In the European countries, including Russia, hepatitis C virus genotype 3 (HCV-3) infection accounts for 20–30% of all HCV infection, second only to HCV-1 infection. Intheinterferon era HCV-3 was not considered as a difficult to treat virus, since an average rate of response to antiviral treatment was relatively high. However, efficacy of pegylated interferon-α and rivabirin was significantly lower in the certain subgroups of patients, particularly with liver cirrhosis. Moreover, HCV-3 infection is associated with a more frequent development of steatosis and accelerated progression of liver disease. Resistance of HCV-3 to many new direct-acting antivirals prevented implementation of all oral, interferon free regimens of treatment for HCV-3 infection. Sofosbuvir and daclatasvir were the first antiviral drugs with high activity against all HCV genotypes, including HCV-3. In the current guidelines, daclatasvir and sofosbuvir ± ribavirin are recommended as a first line treatment for chronic hepatitis C in patients with HCV-3.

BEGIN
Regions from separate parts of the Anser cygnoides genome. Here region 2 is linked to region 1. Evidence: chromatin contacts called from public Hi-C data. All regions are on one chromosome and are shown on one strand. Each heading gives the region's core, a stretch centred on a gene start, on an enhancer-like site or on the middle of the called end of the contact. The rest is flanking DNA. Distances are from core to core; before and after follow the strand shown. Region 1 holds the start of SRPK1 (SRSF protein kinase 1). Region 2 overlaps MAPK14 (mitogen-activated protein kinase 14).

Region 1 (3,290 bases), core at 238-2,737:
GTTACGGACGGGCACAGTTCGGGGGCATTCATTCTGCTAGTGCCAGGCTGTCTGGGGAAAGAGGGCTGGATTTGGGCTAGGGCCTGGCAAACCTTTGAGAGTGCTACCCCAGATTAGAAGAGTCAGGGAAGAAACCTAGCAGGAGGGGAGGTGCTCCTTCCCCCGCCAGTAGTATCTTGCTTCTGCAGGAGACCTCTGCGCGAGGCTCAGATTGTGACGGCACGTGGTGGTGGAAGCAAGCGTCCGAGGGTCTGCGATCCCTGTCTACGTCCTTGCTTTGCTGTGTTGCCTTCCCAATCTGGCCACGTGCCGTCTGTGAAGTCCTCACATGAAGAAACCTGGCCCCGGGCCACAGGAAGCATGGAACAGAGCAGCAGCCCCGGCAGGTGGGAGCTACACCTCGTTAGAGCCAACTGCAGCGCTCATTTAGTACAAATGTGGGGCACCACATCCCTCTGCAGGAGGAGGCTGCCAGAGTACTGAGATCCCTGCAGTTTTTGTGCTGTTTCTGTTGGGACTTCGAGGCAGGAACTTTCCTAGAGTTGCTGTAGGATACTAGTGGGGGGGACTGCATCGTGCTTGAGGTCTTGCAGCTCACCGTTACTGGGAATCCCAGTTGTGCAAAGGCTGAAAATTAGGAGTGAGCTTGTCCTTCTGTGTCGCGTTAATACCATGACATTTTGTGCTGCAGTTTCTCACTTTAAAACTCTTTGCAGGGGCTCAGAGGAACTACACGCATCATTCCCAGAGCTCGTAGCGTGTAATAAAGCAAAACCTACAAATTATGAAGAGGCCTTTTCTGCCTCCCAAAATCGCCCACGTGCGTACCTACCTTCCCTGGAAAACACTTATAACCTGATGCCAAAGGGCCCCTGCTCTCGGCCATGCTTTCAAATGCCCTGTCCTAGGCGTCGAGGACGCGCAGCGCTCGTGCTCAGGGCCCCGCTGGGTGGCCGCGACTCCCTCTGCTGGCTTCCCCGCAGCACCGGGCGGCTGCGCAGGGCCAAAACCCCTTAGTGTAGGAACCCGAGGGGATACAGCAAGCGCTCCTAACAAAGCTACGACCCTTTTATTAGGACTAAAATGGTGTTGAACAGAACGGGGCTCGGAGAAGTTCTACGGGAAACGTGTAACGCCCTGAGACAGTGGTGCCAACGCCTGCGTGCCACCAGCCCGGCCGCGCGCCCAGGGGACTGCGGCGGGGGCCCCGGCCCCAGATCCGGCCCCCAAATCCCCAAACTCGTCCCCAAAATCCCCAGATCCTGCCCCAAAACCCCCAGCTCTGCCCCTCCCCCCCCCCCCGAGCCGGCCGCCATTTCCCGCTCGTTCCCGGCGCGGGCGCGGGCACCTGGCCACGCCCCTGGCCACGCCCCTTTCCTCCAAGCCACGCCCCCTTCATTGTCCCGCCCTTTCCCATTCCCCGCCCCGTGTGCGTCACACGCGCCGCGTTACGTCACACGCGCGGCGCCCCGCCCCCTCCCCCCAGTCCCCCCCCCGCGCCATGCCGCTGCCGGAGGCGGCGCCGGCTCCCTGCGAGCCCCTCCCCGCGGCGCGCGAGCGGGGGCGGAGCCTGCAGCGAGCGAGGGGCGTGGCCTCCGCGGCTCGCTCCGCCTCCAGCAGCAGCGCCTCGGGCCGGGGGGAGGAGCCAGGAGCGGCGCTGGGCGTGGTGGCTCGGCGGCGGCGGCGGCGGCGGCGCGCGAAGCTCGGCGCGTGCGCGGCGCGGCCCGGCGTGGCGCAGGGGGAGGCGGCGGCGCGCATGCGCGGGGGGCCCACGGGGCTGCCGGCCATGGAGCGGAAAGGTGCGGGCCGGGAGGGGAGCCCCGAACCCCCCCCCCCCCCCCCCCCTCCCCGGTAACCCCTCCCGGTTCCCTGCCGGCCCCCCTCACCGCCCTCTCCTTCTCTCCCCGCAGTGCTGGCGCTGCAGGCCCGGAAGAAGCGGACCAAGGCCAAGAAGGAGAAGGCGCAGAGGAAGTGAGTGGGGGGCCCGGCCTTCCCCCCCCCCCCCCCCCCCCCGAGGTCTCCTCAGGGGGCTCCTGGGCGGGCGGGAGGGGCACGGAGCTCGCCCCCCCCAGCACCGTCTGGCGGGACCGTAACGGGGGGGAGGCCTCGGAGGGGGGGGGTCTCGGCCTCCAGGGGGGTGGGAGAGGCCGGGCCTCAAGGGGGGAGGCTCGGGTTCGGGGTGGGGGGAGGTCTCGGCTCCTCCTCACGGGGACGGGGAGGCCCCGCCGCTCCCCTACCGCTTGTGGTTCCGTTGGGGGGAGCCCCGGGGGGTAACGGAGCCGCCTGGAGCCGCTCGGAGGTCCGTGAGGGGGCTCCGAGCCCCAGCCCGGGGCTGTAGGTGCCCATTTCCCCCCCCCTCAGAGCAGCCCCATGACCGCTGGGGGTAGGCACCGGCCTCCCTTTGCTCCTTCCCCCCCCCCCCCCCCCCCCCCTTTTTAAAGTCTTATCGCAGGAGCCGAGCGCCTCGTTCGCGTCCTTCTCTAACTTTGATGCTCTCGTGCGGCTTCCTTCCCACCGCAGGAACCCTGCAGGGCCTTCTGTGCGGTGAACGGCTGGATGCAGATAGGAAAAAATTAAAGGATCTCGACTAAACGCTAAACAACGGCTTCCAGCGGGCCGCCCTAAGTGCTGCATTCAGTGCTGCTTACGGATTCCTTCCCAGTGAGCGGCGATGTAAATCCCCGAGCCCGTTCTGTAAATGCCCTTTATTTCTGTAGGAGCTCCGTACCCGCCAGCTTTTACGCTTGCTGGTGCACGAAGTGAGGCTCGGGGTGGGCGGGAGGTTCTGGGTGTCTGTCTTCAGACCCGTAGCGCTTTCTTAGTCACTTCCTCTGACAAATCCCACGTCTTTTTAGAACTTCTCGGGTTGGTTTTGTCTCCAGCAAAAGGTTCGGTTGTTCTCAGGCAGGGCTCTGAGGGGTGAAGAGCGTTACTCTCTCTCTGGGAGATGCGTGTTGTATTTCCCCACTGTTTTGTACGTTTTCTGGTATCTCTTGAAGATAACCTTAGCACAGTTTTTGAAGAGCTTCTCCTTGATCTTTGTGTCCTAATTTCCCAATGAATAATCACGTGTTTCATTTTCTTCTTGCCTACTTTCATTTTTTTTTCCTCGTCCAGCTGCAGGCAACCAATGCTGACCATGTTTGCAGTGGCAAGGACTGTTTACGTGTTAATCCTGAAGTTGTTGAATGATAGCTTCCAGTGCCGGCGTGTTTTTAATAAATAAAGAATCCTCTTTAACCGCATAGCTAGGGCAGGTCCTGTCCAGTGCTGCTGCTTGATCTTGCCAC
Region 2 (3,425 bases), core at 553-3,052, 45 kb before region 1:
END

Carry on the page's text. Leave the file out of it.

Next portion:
Chronic hepatitis C, genotype 3, sofosbuvir, daclatasvir, velpatasvir.